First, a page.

7 Ways to Write Converting Content

If we’re being honest, the entire purpose of the content we create is to take our leads on a journey. A journey with the ultimate goal of converting them into a customer. We know the struggles of analysing content to find the areas to improve (especially when you’re the one who’s written it). So, we’ve detailed the 7 ways we use to write converting content, to give you a place to start.

1) Eye-Grabbing Headlines

Your headline is the first, and potentially only, impression you have on a lead. By acing the title, you can entice readers onto your copy. But without this, the rest of your blog, whitepaper, or email may as well not exist. Create a title which stands out, one which will intrigue your reader so that they click onto your piece.

Your average desktop email client allows roughly 60 characters in a subject line before it gets cut off. For smartphones, it can be over half that, with only around 15-30 characters showing. Typically, subject lines in the region of 50-70 characters perform best.

  • Sentence length: The character allowance means that you have roughly 6-8 words to grab your leads attention. We’ve found that short subject lines are the best to use.
  • Grammar: Having spelling mistakes or grammatical issues in your headline can immediately deter a prospect. Avoid these, double check your work, and consider using a grammar tool to aid your decisions.
  • Numbers: Using numbers in your title can serve several purposes. It can make it immediately obvious what your reader can expect in the copy. For example, the title of this piece shows 7 ways to… and that’s exactly what we’re giving you. Using statistics can also help, especially if it’s a shocking figure. It can make the reader question the reason, and perhaps, how they can achieve the same.
  • Questions: Using a question in your title can result in a higher click-through rate than using a statement which ends in either a full stop or an exclamation point. A question makes your lead begin to think about the potential answer. In turn, they’re more likely to read on to determine the answer.

2) Intrigue Readers Fast

Hook your readers in the first paragraph of your content so they want to keep reading. Compelling content creates a want to read the next sentence. Master this in every sentence, and you will lead your prospects all the way through your content, right to your final Call To Action (CTA). Any superfluous information should be removed. Every sentence should be integral to your message, and not over-complicate the delivery.

3) Strategic CTA

You won’t ever convert a lead from a single piece of content. It will be from an amalgamation of content types, pieces and personal conversations which result in the change. But you can lead your prospect between those various elements with the placement of a strategic (and relevant) CTA. Whether it be leading to more content pieces; product pages; a demo page; an event invite; or a contact us form. Your CTA can incite action to complete a further task. All with the aim of getting the lead more invested in your product and company. Make it relevant to the content, to ensure your CTA will resonate with the reader.

4) Follow Through on Your Promises

If you’ve promised that something will be in the content, make sure you deliver it. Promising that crucial answer to someone’s burning question and then talking about nothing relevant will only serve to annoy them and offer a less than ideal perception of your company. Relate your content to your title, tie it all together, and clarify why each aspect is important for the topic.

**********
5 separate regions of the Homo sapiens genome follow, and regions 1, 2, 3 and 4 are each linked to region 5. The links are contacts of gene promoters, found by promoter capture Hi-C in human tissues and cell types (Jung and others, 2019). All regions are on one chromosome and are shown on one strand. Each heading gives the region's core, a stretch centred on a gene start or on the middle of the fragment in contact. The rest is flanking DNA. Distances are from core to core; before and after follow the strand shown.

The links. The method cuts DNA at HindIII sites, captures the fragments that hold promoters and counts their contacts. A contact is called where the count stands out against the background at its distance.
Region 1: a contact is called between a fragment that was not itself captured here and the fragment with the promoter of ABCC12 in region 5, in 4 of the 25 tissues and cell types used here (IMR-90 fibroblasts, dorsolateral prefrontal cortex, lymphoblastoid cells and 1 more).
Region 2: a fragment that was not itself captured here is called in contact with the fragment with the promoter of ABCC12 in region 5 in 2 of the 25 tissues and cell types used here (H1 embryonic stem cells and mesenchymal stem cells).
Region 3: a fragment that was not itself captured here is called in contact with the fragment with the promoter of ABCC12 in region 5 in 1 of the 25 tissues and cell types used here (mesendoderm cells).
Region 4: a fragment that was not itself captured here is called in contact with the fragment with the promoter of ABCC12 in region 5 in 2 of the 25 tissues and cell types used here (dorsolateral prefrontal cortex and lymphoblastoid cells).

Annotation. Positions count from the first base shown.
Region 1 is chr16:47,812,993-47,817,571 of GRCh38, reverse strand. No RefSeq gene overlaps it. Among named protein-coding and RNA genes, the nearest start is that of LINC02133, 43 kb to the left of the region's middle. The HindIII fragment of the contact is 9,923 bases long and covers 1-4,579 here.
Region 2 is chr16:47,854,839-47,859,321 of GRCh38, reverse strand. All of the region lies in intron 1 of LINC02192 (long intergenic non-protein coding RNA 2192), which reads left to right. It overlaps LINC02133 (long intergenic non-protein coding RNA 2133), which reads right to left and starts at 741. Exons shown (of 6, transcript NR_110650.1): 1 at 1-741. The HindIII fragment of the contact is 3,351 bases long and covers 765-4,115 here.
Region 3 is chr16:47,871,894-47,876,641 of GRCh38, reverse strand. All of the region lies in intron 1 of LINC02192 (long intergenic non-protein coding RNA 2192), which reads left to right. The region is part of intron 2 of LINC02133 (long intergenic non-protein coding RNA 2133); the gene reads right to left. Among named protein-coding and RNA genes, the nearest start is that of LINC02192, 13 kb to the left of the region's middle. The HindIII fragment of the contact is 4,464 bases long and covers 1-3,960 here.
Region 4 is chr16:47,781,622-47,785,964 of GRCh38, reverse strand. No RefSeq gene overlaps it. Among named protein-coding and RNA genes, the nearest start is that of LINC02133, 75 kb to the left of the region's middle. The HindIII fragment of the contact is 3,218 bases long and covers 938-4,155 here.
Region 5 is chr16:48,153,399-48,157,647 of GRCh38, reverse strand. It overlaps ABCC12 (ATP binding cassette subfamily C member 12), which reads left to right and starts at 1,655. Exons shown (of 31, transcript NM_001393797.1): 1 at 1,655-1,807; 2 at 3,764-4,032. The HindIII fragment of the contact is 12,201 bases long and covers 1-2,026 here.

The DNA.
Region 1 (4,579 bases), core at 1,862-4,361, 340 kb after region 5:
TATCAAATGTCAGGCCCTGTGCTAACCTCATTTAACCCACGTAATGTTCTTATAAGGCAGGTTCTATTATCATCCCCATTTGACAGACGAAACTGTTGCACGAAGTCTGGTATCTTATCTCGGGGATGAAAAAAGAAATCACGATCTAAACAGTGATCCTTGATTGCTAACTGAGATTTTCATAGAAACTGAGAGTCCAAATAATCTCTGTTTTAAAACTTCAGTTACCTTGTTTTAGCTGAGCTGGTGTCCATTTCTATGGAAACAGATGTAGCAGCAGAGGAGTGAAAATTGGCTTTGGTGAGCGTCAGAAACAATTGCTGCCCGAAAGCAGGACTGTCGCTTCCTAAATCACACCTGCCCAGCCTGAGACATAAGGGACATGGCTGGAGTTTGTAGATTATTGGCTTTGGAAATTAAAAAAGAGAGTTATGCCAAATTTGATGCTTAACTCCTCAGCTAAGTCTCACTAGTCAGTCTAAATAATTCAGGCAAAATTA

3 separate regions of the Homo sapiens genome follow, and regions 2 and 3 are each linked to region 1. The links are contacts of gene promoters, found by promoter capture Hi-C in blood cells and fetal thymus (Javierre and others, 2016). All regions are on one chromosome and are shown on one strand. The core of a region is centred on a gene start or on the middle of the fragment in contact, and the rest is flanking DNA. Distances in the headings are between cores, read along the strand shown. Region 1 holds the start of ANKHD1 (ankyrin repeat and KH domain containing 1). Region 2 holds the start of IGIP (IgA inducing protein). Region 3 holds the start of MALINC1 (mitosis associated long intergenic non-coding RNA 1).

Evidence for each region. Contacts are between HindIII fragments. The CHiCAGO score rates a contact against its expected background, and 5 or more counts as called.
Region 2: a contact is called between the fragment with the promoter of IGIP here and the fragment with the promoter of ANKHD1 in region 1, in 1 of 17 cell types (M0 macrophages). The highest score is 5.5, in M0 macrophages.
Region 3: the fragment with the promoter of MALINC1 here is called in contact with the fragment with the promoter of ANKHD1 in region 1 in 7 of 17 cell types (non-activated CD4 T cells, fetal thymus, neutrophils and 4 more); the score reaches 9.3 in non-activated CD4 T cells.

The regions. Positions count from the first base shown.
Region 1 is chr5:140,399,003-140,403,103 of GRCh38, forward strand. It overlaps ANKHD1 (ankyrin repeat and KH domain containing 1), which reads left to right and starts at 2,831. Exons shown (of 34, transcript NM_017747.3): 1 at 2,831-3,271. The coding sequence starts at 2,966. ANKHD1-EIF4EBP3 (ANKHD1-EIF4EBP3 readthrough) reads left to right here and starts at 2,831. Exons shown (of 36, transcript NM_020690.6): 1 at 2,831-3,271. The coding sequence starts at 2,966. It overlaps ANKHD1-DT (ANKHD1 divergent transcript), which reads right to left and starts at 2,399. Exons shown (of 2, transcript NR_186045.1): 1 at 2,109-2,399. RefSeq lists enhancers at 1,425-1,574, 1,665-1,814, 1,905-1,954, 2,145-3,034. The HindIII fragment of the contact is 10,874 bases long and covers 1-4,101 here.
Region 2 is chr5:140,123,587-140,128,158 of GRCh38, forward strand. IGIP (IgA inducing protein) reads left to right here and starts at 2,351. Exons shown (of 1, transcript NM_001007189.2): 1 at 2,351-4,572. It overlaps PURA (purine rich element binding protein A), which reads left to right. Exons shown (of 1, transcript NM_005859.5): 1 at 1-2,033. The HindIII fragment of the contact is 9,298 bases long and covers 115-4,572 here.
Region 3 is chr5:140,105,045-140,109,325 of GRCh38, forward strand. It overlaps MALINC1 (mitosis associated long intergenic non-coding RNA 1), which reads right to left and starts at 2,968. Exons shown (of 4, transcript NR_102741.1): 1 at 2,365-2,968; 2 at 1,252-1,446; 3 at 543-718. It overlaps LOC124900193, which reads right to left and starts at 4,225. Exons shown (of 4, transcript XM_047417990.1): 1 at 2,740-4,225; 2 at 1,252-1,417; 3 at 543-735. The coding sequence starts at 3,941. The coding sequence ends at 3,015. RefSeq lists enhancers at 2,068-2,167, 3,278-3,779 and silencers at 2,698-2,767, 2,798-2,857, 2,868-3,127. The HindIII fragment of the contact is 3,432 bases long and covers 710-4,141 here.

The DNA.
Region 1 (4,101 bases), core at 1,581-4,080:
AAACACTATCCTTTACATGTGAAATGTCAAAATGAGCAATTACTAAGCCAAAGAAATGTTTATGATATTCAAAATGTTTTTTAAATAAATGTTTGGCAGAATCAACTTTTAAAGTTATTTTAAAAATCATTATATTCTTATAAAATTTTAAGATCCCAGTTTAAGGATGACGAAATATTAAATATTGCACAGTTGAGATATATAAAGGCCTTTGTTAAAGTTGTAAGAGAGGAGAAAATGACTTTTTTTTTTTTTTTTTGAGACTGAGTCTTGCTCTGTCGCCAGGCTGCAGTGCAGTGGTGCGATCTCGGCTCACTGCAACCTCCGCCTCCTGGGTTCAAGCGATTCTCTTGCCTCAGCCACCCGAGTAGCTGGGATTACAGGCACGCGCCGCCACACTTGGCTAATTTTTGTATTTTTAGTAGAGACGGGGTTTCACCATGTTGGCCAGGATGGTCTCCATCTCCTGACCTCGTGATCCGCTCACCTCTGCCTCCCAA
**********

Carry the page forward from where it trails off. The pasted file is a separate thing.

5) Be Scan Friendly

The majority of site visitors will spend less than 15 seconds on your page. Instead, they skim across the content rather than reading every word in-depth. Making it highly readable, and easy to pick out the key elements, can make it easy for them to consume the content which matters.

  • Use descriptive subheadings: Breaking your text up into digestible chunks can allow readers to jump to the part which is relevant for them. It also has the added bonus of being more memorable than a single chunk of text.
  • Highlight your CTA: Make you CTA obvious. Typically, people expect to see hyperlinks as blue and underlined. Following this format will mean that your readers will automatically know where your links are in your content.
  • Use short paragraphs: Each paragraph should contain a single point. By making an effort to keep your paragraphs short, you keep your writing lean and direct. It’s a great method of avoiding the waffle which can sometimes creep into our writing too.

6) Remove Distractions

Your content piece should be focused on a single aim. Make it immediately clear what it is, and remove any additional ‘asks’. By guiding your contacts on a pre-determined route, you can ensure their interactions are leading them down the path to becoming a customer. Optimising your content so each progression takes your leads into ‘heavier’ content, or more relevant website pages, will help achieve this.

7) Advise, Don’t Pitch

If you only ever pitch in your content, you’re not giving your leads a reason to trust what you have to say. Of course, you’re going to think that your product is the best, but why should anyone believe you? By creating content which is information, in-line with best-practice, and helps resolve their problems, your leads will be far more inclined to believe your product pitch follows the same tact. Aim to give your leads something of use to them.

These are the methods we advocate for creating great content, which will take your readers from leads to customers. But what works for one person, doesn’t necessarily work for another. Split test the changes you’re making to see the effect they have in action before you roll it out across the board.

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